What's actually needed is enough to make you cry. With sexual assault rife in camps, many of the women and children are scared to leave their tents at night. “We asked how we can try and counter that”, says Caroline. “What they asked for was adult nappies. It’s mind blowing. It's 2017.”
After investing in a bulk-load of adult nappies, Bras Not Bombs spent the remainder of the money they raised on locks for the toilet doors in the Dunkirk camp, only for it to be burnt down shortly after. The people living inside the camps have been displaced once more, and it's organisations like Caroline's that remain as one of the only constants in their lives.
Where many of us turn a blind eye to the situation, Caroline can't look back any more: “I think about it every day,” she says. “This has changed the way I look at things; we’re extremely lucky to have all this when, just across the channel, people are being abused or raped.”
I can't even begin to imagine what the aid workers have to process, let alone the people actually experiencing the horrors themselves. “I find that there’s a lot of aid workers who do get exhausted. They try really hard to not ignore it, and face everything head-on, but it can be tiring,” says Caroline. “I just received a video of people being gassed, dead children, people crying, people being rushed to hospitals and then being bombed in an air strike at the hospital. It's overwhelming, and makes you feel utterly helpless, so I try to take the feeling of powerlessness, put it into fundraising, and do what I can.”
In recent weeks, Caroline set up her own Bras Not Bombs shop on Carlton Road, which is now open for you to pop your head in and show support. The shop will be selling second-hand clothes, vintage items, and “whatever curious stuff comes my way” says Caroline. The shop will allow her to continue on her quest to buy new underwear and sanitary products in bulk, to send them to the people who need them most.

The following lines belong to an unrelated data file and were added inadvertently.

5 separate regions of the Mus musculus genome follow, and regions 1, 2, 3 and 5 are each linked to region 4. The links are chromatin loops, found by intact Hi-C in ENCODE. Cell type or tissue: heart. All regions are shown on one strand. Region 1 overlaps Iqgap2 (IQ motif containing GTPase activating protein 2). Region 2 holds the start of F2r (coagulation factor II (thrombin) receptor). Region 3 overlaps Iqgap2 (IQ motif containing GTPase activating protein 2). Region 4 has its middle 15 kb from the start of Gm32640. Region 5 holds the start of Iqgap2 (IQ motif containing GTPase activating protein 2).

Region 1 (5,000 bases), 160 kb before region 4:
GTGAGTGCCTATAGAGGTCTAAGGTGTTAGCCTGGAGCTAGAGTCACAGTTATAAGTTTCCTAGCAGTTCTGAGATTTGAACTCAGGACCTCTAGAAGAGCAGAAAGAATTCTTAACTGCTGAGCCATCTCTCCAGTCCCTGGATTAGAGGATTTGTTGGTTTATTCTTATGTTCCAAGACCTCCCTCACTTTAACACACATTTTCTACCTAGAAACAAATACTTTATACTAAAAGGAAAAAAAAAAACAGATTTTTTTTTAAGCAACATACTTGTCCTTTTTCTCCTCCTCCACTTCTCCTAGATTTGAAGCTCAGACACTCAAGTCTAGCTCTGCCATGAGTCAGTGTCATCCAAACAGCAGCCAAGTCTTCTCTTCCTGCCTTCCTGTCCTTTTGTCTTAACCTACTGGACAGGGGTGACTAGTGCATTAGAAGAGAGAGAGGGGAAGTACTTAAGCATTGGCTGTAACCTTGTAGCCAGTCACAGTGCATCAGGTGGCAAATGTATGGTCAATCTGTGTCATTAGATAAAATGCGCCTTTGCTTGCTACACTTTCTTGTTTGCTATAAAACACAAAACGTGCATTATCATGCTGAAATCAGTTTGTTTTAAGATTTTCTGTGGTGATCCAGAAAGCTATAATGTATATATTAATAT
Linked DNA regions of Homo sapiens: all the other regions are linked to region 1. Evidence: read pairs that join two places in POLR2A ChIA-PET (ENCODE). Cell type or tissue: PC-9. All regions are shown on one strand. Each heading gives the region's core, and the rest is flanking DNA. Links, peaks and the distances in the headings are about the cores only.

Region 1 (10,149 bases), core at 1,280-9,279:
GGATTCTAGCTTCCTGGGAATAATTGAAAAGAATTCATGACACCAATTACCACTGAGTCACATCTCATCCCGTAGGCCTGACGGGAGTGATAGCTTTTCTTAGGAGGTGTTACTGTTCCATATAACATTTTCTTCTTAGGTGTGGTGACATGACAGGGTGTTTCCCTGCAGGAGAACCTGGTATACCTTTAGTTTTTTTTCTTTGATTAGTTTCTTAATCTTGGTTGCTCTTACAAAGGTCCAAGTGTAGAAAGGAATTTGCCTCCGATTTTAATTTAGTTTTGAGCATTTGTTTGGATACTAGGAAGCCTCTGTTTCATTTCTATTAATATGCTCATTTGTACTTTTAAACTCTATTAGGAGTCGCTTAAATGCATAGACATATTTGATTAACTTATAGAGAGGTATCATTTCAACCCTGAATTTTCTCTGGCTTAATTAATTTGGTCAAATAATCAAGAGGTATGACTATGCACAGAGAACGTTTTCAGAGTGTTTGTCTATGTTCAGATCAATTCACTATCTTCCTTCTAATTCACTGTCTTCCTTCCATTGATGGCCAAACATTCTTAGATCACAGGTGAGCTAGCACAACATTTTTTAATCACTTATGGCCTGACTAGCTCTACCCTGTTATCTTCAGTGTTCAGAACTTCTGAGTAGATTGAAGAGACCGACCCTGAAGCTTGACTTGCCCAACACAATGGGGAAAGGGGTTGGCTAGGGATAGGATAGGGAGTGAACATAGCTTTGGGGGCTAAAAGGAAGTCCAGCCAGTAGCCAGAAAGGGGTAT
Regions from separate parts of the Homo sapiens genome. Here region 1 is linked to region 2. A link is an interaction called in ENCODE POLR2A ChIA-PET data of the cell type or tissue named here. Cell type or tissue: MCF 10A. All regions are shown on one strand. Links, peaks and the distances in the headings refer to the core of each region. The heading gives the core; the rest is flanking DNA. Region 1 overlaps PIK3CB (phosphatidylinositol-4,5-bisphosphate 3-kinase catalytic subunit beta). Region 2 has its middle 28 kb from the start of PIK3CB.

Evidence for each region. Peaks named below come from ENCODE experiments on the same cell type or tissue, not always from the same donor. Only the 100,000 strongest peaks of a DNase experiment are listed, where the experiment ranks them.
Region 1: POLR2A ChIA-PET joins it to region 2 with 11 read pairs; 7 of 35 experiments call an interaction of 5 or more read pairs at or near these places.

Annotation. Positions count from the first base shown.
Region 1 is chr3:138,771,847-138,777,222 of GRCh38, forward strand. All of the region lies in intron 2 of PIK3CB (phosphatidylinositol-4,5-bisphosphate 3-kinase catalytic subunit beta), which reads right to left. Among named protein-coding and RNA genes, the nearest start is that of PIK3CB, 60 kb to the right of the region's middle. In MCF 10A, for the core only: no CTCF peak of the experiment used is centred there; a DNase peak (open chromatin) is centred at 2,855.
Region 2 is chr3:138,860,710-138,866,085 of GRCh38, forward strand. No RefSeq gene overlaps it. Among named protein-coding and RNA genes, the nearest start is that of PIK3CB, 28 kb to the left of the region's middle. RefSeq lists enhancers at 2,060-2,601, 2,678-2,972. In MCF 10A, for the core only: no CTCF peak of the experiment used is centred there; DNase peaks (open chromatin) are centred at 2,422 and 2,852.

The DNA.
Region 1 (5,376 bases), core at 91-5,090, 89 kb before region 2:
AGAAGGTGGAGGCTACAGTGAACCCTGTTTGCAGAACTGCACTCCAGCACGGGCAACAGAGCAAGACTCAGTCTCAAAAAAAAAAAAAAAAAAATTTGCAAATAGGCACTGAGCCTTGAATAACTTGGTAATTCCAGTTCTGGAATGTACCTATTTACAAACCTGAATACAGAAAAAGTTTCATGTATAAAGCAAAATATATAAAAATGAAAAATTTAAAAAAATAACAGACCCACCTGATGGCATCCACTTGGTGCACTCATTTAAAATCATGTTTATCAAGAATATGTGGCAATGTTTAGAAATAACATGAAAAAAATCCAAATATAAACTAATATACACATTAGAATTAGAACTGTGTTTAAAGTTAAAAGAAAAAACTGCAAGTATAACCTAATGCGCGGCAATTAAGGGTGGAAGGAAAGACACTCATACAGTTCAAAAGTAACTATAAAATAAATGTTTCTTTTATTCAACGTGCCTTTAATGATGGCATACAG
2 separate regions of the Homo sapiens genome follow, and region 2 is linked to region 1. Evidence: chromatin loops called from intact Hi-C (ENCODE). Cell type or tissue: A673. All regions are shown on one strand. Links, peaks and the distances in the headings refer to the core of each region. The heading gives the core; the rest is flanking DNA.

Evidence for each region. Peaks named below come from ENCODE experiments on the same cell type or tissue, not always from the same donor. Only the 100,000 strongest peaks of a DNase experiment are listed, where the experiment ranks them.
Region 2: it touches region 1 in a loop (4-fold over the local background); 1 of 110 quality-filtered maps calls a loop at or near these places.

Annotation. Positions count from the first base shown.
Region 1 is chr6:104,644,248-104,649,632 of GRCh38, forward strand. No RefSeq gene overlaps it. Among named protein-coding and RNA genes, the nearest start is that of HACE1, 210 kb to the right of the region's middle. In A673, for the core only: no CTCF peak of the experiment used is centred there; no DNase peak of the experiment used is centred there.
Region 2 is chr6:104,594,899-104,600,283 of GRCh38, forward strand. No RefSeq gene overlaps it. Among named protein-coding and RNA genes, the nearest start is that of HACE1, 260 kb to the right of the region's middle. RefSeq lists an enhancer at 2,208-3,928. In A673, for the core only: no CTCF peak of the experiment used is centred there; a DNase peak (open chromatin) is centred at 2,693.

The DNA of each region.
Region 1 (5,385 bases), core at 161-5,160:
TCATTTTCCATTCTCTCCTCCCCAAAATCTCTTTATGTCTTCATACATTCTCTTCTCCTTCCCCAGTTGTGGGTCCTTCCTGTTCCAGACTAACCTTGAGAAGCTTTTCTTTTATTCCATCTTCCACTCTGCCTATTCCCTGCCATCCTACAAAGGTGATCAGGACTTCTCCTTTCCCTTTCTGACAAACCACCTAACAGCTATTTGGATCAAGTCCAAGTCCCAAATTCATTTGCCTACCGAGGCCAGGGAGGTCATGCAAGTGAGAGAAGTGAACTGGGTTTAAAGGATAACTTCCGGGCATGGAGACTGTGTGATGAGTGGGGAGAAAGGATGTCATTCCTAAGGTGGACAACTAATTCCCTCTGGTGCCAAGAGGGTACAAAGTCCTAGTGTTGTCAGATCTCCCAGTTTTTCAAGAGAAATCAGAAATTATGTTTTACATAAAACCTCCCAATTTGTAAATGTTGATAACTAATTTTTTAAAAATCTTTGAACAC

“When I was first doing it, I had a part-time job, was bringing up kids and looking after my dad,” says Caroline. “Now, we get to see these women with all these packages of underwear and bras laid out. It can take your breath away, and it's not just me. I never thought I would get to this place. Women’s issues have always been important to me, but I didn’t think I would be spreading the word and empowering people every day; giving people a voice and doing something about it.”
If you'd like to donate to the cause, be sure to pop into the shop and drop off new cotton knickers, children's cotton underwear and socks, sanitary pads, nappies, creams, and strong bras. Or you could dob in a monetary donation. The best way to find out what's really needed at the time is to check in with the Bras Not Bombs Facebook group and take it from there.
It's all too easy for us to shrug the shoulders and rhetorically ask “Well, what can I do?”
“People feel so powerless,” says Caroline. “But if everyone gave a fiver, think about how much difference that could make. A fiver a month can enable the empowering of women, and people can empower themselves to do what people should do. I mean, go to Poundland; it's a pound for a stretchy bra.”
There's a tangible task, and it's yours to take up. Whatever the outcome of the election on Thursday 8 June, the problems we collectively face need forces of nature like Bras Not Bombs – and you, the reader – to counter them. “I can march and resist, and I can do what I can to change people’s perspectives,” says Caroline. “It’s in my power to do that.”
Bras Not Bombs, 25 Carlton Road, NG3 2DG
Bras Not Bombs on Facebook